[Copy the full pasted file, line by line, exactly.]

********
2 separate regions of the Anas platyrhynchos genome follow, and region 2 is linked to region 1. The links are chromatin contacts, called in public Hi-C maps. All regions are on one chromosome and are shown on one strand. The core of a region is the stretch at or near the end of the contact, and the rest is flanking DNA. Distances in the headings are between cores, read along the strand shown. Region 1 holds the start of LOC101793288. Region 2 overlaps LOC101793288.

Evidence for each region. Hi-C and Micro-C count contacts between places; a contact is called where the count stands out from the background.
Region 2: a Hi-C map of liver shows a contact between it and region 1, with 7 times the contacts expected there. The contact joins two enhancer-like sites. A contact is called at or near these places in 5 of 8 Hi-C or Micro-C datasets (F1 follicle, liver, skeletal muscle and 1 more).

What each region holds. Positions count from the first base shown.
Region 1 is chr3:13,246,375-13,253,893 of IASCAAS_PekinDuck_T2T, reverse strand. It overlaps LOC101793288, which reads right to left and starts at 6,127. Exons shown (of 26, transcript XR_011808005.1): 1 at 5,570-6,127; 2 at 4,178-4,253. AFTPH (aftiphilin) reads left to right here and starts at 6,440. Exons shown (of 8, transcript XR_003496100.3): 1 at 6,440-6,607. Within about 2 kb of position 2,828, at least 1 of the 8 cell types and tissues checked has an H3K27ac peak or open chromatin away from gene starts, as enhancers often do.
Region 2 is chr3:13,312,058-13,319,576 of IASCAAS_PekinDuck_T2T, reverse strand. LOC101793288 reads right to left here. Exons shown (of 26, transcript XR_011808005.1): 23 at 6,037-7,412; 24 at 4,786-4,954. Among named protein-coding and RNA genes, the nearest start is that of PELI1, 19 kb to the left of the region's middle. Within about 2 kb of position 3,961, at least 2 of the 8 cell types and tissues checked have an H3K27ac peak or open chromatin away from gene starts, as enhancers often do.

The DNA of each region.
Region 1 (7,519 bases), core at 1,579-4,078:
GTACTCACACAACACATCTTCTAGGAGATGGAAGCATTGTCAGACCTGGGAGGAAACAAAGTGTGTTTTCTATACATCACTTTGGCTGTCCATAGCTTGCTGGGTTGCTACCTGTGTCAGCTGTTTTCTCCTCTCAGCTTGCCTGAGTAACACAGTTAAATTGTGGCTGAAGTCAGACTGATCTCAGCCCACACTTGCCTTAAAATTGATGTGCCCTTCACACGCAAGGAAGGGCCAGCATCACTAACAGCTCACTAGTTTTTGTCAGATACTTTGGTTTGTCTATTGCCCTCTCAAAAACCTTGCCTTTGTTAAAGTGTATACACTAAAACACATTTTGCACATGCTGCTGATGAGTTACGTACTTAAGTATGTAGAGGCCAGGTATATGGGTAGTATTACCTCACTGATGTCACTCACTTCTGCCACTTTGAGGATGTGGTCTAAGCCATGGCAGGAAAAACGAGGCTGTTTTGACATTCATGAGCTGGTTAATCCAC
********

2 separate regions of the Anas platyrhynchos genome follow, and region 2 is linked to region 1. The links are chromatin contacts, called in public Hi-C maps. All regions are on one chromosome and are shown on one strand. The core of a region is the stretch at or near the end of the contact, and the rest is flanking DNA. Distances in the headings are between cores, read along the strand shown. Region 1 holds the start of LOC101793288. Region 2 overlaps LOC101793288.

Evidence for each region. Hi-C and Micro-C count contacts between places; a contact is called where the count stands out from the background.
Region 2: a Hi-C map of liver shows a contact between it and region 1, with 7 times the contacts expected there. The contact joins two enhancer-like sites. A contact is called at or near these places in 5 of 8 Hi-C or Micro-C datasets (F1 follicle, liver, skeletal muscle and 1 more).

What each region holds. Positions count from the first base shown.
Region 1 is chr3:13,246,375-13,253,893 of IASCAAS_PekinDuck_T2T, reverse strand. It overlaps LOC101793288, which reads right to left and starts at 6,127. Exons shown (of 26, transcript XR_011808005.1): 1 at 5,570-6,127; 2 at 4,178-4,253. AFTPH (aftiphilin) reads left to right here and starts at 6,440. Exons shown (of 8, transcript XR_003496100.3): 1 at 6,440-6,607. Within about 2 kb of position 2,828, at least 1 of the 8 cell types and tissues checked has an H3K27ac peak or open chromatin away from gene starts, as enhancers often do.
Region 2 is chr3:13,312,058-13,319,576 of IASCAAS_PekinDuck_T2T, reverse strand. LOC101793288 reads right to left here. Exons shown (of 26, transcript XR_011808005.1): 23 at 6,037-7,412; 24 at 4,786-4,954. Among named protein-coding and RNA genes, the nearest start is that of PELI1, 19 kb to the left of the region's middle. Within about 2 kb of position 3,961, at least 2 of the 8 cell types and tissues checked have an H3K27ac peak or open chromatin away from gene starts, as enhancers often do.

The DNA of each region.
Region 1 (7,519 bases), core at 1,579-4,078:
GTACTCACACAACACATCTTCTAGGAGATGGAAGCATTGTCAGACCTGGGAGGAAACAAAGTGTGTTTTCTATACATCACTTTGGCTGTCCATAGCTTGCTGGGTTGCTACCTGTGTCAGCTGTTTTCTCCTCTCAGCTTGCCTGAGTAACACAGTTAAATTGTGGCTGAAGTCAGACTGATCTCAGCCCACACTTGCCTTAAAATTGATGTGCCCTTCACACGCAAGGAAGGGCCAGCATCACTAACAGCTCACTAGTTTTTGTCAGATACTTTGGTTTGTCTATTGCCCTCTCAAAAACCTTGCCTTTGTTAAAGTGTATACACTAAAACACATTTTGCACATGCTGCTGATGAGTTACGTACTTAAGTATGTAGAGGCCAGGTATATGGGTAGTATTACCTCACTGATGTCACTCACTTCTGCCACTTTGAGGATGTGGTCTAAGCCATGGCAGGAAAAACGAGGCTGTTTTGACATTCATGAGCTGGTTAATCCAC